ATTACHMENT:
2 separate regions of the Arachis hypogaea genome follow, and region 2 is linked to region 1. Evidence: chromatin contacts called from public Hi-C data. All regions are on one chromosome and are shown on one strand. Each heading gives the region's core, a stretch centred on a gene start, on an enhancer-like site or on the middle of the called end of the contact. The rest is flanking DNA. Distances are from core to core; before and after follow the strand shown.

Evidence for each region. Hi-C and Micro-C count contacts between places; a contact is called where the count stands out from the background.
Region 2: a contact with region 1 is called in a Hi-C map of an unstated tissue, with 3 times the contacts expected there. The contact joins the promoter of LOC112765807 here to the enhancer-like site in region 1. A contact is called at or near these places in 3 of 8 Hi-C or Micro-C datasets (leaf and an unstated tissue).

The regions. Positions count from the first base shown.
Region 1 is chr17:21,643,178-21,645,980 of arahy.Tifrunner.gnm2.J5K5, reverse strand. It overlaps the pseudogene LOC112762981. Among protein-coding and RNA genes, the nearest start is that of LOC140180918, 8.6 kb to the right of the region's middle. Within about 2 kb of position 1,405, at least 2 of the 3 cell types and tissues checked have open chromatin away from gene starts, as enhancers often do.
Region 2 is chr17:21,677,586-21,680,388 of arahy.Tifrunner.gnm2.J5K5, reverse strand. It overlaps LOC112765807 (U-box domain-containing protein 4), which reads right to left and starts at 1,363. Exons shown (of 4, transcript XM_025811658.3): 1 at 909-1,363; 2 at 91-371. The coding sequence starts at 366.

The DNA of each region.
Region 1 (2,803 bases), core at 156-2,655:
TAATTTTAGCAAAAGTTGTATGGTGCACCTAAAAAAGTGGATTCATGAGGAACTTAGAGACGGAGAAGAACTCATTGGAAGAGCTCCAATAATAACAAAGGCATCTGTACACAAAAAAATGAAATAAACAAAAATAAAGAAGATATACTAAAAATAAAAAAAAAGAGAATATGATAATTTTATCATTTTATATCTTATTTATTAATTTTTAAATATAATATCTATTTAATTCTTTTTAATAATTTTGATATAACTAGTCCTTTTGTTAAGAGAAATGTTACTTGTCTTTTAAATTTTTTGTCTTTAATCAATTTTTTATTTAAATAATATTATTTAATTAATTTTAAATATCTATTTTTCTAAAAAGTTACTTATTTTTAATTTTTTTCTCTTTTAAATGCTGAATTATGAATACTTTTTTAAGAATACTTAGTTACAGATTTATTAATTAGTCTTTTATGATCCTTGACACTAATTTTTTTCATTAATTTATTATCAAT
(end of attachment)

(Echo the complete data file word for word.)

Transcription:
2 separate regions of the Arachis hypogaea genome follow, and region 2 is linked to region 1. Evidence: chromatin contacts called from public Hi-C data. All regions are on one chromosome and are shown on one strand. Each heading gives the region's core, a stretch centred on a gene start, on an enhancer-like site or on the middle of the called end of the contact. The rest is flanking DNA. Distances are from core to core; before and after follow the strand shown.

Evidence for each region. Hi-C and Micro-C count contacts between places; a contact is called where the count stands out from the background.
Region 2: a contact with region 1 is called in a Hi-C map of an unstated tissue, with 3 times the contacts expected there. The contact joins the promoter of LOC112765807 here to the enhancer-like site in region 1. A contact is called at or near these places in 3 of 8 Hi-C or Micro-C datasets (leaf and an unstated tissue).

The regions. Positions count from the first base shown.
Region 1 is chr17:21,643,178-21,645,980 of arahy.Tifrunner.gnm2.J5K5, reverse strand. It overlaps the pseudogene LOC112762981. Among protein-coding and RNA genes, the nearest start is that of LOC140180918, 8.6 kb to the right of the region's middle. Within about 2 kb of position 1,405, at least 2 of the 3 cell types and tissues checked have open chromatin away from gene starts, as enhancers often do.
Region 2 is chr17:21,677,586-21,680,388 of arahy.Tifrunner.gnm2.J5K5, reverse strand. It overlaps LOC112765807 (U-box domain-containing protein 4), which reads right to left and starts at 1,363. Exons shown (of 4, transcript XM_025811658.3): 1 at 909-1,363; 2 at 91-371. The coding sequence starts at 366.

The DNA of each region.
Region 1 (2,803 bases), core at 156-2,655:
TAATTTTAGCAAAAGTTGTATGGTGCACCTAAAAAAGTGGATTCATGAGGAACTTAGAGACGGAGAAGAACTCATTGGAAGAGCTCCAATAATAACAAAGGCATCTGTACACAAAAAAATGAAATAAACAAAAATAAAGAAGATATACTAAAAATAAAAAAAAAGAGAATATGATAATTTTATCATTTTATATCTTATTTATTAATTTTTAAATATAATATCTATTTAATTCTTTTTAATAATTTTGATATAACTAGTCCTTTTGTTAAGAGAAATGTTACTTGTCTTTTAAATTTTTTGTCTTTAATCAATTTTTTATTTAAATAATATTATTTAATTAATTTTAAATATCTATTTTTCTAAAAAGTTACTTATTTTTAATTTTTTTCTCTTTTAAATGCTGAATTATGAATACTTTTTTAAGAATACTTAGTTACAGATTTATTAATTAGTCTTTTATGATCCTTGACACTAATTTTTTTCATTAATTTATTATCAAT